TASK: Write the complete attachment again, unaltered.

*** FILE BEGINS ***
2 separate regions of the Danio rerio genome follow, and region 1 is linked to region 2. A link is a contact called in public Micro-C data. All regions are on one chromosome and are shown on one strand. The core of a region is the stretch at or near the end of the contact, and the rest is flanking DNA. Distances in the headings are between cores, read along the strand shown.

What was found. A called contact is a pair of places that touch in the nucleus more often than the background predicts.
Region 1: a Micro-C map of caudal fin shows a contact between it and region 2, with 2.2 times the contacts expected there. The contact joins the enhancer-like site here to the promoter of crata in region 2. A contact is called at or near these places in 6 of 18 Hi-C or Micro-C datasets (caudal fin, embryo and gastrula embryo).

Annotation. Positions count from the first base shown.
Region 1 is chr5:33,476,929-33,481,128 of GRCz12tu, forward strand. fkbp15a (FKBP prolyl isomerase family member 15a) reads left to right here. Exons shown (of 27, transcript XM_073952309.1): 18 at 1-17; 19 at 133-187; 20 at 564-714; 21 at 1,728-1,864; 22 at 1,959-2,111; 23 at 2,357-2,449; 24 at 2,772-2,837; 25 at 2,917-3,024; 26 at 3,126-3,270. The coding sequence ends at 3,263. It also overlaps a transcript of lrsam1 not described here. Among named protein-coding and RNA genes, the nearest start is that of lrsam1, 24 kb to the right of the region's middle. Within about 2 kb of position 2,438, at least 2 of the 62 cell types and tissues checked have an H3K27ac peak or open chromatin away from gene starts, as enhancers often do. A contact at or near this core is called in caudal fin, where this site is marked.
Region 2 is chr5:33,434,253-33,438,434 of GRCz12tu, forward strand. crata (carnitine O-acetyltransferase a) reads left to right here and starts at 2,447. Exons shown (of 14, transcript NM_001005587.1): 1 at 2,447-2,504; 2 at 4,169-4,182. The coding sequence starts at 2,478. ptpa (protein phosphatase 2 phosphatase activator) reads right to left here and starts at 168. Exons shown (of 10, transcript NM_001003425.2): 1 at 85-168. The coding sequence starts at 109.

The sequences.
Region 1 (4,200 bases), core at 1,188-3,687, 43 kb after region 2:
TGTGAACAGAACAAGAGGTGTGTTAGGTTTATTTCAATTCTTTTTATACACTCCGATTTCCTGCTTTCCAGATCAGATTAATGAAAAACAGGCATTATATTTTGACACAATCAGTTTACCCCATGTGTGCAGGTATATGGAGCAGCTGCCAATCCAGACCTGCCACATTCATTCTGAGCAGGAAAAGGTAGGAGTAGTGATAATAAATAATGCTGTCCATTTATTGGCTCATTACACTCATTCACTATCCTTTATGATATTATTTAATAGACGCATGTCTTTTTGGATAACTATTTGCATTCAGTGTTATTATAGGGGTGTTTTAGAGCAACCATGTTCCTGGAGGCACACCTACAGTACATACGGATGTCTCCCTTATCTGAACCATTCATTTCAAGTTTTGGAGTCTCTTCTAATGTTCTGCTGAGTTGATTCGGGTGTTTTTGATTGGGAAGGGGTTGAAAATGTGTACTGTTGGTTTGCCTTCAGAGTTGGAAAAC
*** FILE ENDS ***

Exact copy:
2 separate regions of the Danio rerio genome follow, and region 1 is linked to region 2. A link is a contact called in public Micro-C data. All regions are on one chromosome and are shown on one strand. The core of a region is the stretch at or near the end of the contact, and the rest is flanking DNA. Distances in the headings are between cores, read along the strand shown.

What was found. A called contact is a pair of places that touch in the nucleus more often than the background predicts.
Region 1: a Micro-C map of caudal fin shows a contact between it and region 2, with 2.2 times the contacts expected there. The contact joins the enhancer-like site here to the promoter of crata in region 2. A contact is called at or near these places in 6 of 18 Hi-C or Micro-C datasets (caudal fin, embryo and gastrula embryo).

Annotation. Positions count from the first base shown.
Region 1 is chr5:33,476,929-33,481,128 of GRCz12tu, forward strand. fkbp15a (FKBP prolyl isomerase family member 15a) reads left to right here. Exons shown (of 27, transcript XM_073952309.1): 18 at 1-17; 19 at 133-187; 20 at 564-714; 21 at 1,728-1,864; 22 at 1,959-2,111; 23 at 2,357-2,449; 24 at 2,772-2,837; 25 at 2,917-3,024; 26 at 3,126-3,270. The coding sequence ends at 3,263. It also overlaps a transcript of lrsam1 not described here. Among named protein-coding and RNA genes, the nearest start is that of lrsam1, 24 kb to the right of the region's middle. Within about 2 kb of position 2,438, at least 2 of the 62 cell types and tissues checked have an H3K27ac peak or open chromatin away from gene starts, as enhancers often do. A contact at or near this core is called in caudal fin, where this site is marked.
Region 2 is chr5:33,434,253-33,438,434 of GRCz12tu, forward strand. crata (carnitine O-acetyltransferase a) reads left to right here and starts at 2,447. Exons shown (of 14, transcript NM_001005587.1): 1 at 2,447-2,504; 2 at 4,169-4,182. The coding sequence starts at 2,478. ptpa (protein phosphatase 2 phosphatase activator) reads right to left here and starts at 168. Exons shown (of 10, transcript NM_001003425.2): 1 at 85-168. The coding sequence starts at 109.

The sequences.
Region 1 (4,200 bases), core at 1,188-3,687, 43 kb after region 2:
TGTGAACAGAACAAGAGGTGTGTTAGGTTTATTTCAATTCTTTTTATACACTCCGATTTCCTGCTTTCCAGATCAGATTAATGAAAAACAGGCATTATATTTTGACACAATCAGTTTACCCCATGTGTGCAGGTATATGGAGCAGCTGCCAATCCAGACCTGCCACATTCATTCTGAGCAGGAAAAGGTAGGAGTAGTGATAATAAATAATGCTGTCCATTTATTGGCTCATTACACTCATTCACTATCCTTTATGATATTATTTAATAGACGCATGTCTTTTTGGATAACTATTTGCATTCAGTGTTATTATAGGGGTGTTTTAGAGCAACCATGTTCCTGGAGGCACACCTACAGTACATACGGATGTCTCCCTTATCTGAACCATTCATTTCAAGTTTTGGAGTCTCTTCTAATGTTCTGCTGAGTTGATTCGGGTGTTTTTGATTGGGAAGGGGTTGAAAATGTGTACTGTTGGTTTGCCTTCAGAGTTGGAAAAC